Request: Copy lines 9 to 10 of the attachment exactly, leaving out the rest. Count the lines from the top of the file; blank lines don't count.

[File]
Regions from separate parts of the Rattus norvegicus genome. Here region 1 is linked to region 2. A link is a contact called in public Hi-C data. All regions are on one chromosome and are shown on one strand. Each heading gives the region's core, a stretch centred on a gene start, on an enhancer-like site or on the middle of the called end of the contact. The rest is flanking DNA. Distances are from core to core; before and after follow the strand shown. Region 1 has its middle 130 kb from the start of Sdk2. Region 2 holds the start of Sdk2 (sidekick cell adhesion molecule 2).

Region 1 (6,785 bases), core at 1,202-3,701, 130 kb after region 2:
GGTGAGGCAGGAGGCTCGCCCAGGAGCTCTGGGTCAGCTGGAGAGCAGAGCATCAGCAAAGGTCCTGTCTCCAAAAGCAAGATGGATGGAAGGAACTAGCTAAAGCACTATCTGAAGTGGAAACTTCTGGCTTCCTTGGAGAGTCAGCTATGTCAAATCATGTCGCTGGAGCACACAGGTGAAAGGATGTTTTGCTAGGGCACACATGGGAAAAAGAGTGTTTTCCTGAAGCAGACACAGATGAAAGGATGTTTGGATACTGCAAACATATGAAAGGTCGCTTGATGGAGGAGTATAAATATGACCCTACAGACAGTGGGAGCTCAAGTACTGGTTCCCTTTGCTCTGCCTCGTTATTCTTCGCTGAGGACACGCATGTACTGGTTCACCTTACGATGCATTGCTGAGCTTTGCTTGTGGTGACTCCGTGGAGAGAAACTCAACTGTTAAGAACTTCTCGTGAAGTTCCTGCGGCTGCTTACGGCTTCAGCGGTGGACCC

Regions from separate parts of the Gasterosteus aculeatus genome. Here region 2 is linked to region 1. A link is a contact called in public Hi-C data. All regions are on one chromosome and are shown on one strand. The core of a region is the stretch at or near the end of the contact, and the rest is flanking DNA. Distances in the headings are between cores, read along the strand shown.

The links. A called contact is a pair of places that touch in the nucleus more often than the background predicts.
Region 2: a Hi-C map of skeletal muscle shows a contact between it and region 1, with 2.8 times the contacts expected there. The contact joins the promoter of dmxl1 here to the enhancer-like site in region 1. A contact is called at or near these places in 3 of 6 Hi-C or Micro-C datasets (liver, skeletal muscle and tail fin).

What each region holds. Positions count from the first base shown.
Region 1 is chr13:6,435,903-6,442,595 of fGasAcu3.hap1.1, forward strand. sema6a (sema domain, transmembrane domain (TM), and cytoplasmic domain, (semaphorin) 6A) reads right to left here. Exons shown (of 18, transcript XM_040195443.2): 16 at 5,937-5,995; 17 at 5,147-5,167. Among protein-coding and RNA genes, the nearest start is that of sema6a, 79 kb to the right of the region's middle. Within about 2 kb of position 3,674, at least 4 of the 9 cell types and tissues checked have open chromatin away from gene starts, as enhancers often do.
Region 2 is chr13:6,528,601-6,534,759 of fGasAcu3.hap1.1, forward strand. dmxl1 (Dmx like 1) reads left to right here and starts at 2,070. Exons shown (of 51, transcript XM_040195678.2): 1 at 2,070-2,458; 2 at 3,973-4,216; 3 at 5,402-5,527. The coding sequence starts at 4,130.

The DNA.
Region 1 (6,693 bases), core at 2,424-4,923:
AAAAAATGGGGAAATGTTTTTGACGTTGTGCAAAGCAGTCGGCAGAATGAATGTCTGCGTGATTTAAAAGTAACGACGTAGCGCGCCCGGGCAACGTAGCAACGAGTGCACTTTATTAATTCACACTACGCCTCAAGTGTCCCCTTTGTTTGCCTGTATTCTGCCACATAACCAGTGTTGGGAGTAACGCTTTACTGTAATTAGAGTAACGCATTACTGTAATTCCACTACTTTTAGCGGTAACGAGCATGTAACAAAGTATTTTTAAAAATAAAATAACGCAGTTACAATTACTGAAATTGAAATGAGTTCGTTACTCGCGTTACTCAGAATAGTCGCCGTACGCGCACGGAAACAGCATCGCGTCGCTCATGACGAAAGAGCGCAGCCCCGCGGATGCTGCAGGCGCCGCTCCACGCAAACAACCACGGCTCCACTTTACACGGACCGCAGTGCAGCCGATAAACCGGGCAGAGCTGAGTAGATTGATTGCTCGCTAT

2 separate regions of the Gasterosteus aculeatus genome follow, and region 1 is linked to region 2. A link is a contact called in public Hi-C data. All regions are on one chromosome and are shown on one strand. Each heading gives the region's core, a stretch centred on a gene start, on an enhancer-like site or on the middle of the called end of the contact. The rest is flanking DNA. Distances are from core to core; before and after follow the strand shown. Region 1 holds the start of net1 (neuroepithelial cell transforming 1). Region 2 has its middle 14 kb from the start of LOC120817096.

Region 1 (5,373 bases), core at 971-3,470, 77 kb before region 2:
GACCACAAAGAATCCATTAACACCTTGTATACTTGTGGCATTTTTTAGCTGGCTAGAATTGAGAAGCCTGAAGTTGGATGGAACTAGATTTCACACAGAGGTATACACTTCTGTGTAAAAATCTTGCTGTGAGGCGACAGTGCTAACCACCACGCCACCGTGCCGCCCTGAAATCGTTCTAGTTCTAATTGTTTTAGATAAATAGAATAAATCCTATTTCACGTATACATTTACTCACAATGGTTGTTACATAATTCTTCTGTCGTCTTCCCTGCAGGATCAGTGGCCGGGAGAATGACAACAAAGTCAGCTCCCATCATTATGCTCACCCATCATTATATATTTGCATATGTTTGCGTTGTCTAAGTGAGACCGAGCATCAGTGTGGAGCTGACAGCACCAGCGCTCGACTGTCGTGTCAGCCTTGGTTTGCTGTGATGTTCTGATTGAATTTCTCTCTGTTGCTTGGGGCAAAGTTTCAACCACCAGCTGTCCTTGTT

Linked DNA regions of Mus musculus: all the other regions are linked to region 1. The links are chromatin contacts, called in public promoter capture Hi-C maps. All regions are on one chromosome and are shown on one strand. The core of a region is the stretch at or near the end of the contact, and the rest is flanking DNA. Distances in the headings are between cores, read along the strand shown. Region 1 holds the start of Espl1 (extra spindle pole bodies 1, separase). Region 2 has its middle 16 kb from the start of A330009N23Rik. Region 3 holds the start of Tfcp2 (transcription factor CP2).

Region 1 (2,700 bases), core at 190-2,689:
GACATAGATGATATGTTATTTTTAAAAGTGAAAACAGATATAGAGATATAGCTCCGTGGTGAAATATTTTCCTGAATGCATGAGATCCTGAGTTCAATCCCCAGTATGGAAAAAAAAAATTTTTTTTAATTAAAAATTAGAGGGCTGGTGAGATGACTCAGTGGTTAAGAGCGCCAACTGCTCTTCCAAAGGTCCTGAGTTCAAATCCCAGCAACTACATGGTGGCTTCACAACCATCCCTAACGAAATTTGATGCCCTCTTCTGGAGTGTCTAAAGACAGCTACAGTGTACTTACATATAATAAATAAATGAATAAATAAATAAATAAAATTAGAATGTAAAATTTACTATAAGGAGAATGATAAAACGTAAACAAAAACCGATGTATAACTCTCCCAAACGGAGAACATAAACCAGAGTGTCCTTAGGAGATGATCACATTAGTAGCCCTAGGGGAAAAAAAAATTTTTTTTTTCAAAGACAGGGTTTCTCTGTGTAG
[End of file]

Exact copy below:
Region 2 is chr13:6,528,601-6,534,759 of fGasAcu3.hap1.1, forward strand. dmxl1 (Dmx like 1) reads left to right here and starts at 2,070. Exons shown (of 51, transcript XM_040195678.2): 1 at 2,070-2,458; 2 at 3,973-4,216; 3 at 5,402-5,527. The coding sequence starts at 4,130.

The DNA.